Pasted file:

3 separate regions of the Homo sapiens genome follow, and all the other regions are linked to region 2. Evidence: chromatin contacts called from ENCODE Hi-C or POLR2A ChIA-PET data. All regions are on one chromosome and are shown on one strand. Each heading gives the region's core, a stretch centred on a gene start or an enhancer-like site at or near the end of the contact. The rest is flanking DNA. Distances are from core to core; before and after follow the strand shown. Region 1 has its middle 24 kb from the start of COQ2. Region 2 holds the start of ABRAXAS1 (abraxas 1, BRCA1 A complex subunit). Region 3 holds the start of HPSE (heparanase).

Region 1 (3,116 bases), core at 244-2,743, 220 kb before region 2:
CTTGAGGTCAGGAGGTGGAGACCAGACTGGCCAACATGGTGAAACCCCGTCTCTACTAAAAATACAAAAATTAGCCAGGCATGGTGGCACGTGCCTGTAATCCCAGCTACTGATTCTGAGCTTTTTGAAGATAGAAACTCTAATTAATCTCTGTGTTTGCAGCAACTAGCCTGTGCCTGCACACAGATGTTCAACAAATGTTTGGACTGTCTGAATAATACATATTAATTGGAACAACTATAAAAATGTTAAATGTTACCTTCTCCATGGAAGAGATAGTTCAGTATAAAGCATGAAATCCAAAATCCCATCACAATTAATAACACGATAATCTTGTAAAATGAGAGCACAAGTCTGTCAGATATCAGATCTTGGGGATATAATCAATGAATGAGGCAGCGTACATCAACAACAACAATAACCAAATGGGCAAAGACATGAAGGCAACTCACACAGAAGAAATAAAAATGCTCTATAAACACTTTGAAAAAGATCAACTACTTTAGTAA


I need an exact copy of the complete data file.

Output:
3 separate regions of the Homo sapiens genome follow, and all the other regions are linked to region 2. Evidence: chromatin contacts called from ENCODE Hi-C or POLR2A ChIA-PET data. All regions are on one chromosome and are shown on one strand. Each heading gives the region's core, a stretch centred on a gene start or an enhancer-like site at or near the end of the contact. The rest is flanking DNA. Distances are from core to core; before and after follow the strand shown. Region 1 has its middle 24 kb from the start of COQ2. Region 2 holds the start of ABRAXAS1 (abraxas 1, BRCA1 A complex subunit). Region 3 holds the start of HPSE (heparanase).

Region 1 (3,116 bases), core at 244-2,743, 220 kb before region 2:
CTTGAGGTCAGGAGGTGGAGACCAGACTGGCCAACATGGTGAAACCCCGTCTCTACTAAAAATACAAAAATTAGCCAGGCATGGTGGCACGTGCCTGTAATCCCAGCTACTGATTCTGAGCTTTTTGAAGATAGAAACTCTAATTAATCTCTGTGTTTGCAGCAACTAGCCTGTGCCTGCACACAGATGTTCAACAAATGTTTGGACTGTCTGAATAATACATATTAATTGGAACAACTATAAAAATGTTAAATGTTACCTTCTCCATGGAAGAGATAGTTCAGTATAAAGCATGAAATCCAAAATCCCATCACAATTAATAACACGATAATCTTGTAAAATGAGAGCACAAGTCTGTCAGATATCAGATCTTGGGGATATAATCAATGAATGAGGCAGCGTACATCAACAACAACAATAACCAAATGGGCAAAGACATGAAGGCAACTCACACAGAAGAAATAAAAATGCTCTATAAACACTTTGAAAAAGATCAACTACTTTAGTAA